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Cambridgeshire Police have become the latest force to confirm they are investigating "multiple" allegations of abuse related to football.
They said they were reacting to allegations received by the NSPCC, who launched a dedicated hotline for sexual abuse victims earlier this month.
A spokesperson said: "We have received multiple historical allegations from the NSPCC of abuse related to football in Cambridgeshire.
"The inquiries were received recently (the weekend of 26/27th) and are being looked into."
The government will not be looking at reviewing DBS checks as a result of fresh allegations of child sex abuse in football, Secretary of State for Culture, Media and Sport Karen Bradley has said.
Mrs Bradley was asked whether the government would consider looking into the "loophole" whereby some people who work with children do not need DBS checks, when she said it would not do so initially.
DBS (Disclosure and Barring Service) checks ensure that people with criminal records are not allowed to work with vulnerable people including children.
There is currently no requirement for volunteer football coaches to have a DBS check if they are being supervised by someone in a regulated activity.
However, Mrs Bradley stressed that DBS checks are required if people are being left alone with children, and that it will be looked at if enquiries show that this was an area which could have prevented abuse.
There will not be an independent body overseeing the FA's own investigation into alleged historic sex abuse, the Secretary of State for Culture, Media and Sport said.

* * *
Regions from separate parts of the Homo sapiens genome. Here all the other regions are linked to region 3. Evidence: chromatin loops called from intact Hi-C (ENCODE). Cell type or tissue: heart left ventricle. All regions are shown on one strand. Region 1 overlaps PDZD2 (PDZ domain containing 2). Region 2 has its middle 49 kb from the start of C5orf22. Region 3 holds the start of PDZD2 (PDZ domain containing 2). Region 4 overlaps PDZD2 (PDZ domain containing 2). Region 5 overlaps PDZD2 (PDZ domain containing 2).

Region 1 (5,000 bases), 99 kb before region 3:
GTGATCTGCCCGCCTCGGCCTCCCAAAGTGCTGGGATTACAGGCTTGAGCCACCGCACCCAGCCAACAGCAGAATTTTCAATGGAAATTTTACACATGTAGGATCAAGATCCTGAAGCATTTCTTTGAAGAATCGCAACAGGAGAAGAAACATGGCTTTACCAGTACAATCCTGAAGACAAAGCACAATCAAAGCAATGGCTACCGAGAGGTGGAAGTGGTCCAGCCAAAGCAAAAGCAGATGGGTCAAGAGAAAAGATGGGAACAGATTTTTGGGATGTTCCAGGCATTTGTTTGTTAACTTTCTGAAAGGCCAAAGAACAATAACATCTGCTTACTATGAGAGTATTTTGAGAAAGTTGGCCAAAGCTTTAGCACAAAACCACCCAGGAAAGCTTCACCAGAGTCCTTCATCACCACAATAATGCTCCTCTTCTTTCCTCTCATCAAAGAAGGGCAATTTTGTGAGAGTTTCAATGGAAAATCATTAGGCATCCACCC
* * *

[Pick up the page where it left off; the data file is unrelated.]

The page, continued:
Responding to scepticism expressed by several MPs over the value of the body investigating itself, Karen Bradley expressed the importance of allowing police space to investigate.
"It's important that they are given the chance to look at the institutional failings, but importantly, that we allow the police the time and space to carry out their investigation," she said.
The government will write to additional sports governing bodies to ask them to look into potential child sex abuse in their respective sports.
The Football Association's internal investigation into historic sex abuse in football will be "properly resourced", the Secretary of State for Culture, Media and Sport said.
Karen Bradley said it would look at "what the FA and clubs knew, and when, and what action was or should have been taken".
She was responding to an urgent question by Labour MP Rosena Allin-Khan about historic sex abuse in football.
A fifth police force have launched an investigation into allegations of historic sexual abuse in youth football.
Greater Manchester Police (GMP) joined the Metropolitan Police and the FA in investigating the growing scandal, which was sparked when an ex-player spoke out about the abuse he suffered at the hands of convicted paedophile Barry Bennell.
Assistant Chief Constable Debbie Ford from GMP, said: “We are co-ordinating our investigation with forces nationally and with Operation Hydrant, the national co-ordination hub for historic child abuse investigations concerning persons of public prominence.
“I would encourage anyone who was a victim of sexual or physical abuse to come forward and speak to us as soon as possible.
"I completely understand that for many people, making disclosures about such traumatic events can be difficult but we will offer advice and support throughout.
“For those who do want to come forward please call police on 101.”
Latest ITV News reports
Jamie Vardy said it has been "sickening" to learn of the details in football's child sex abuse scandal
Greg Clarke said that football, and other institutions, seemed to have a 'total unawareness' of the problem of child abuse in the 1990s.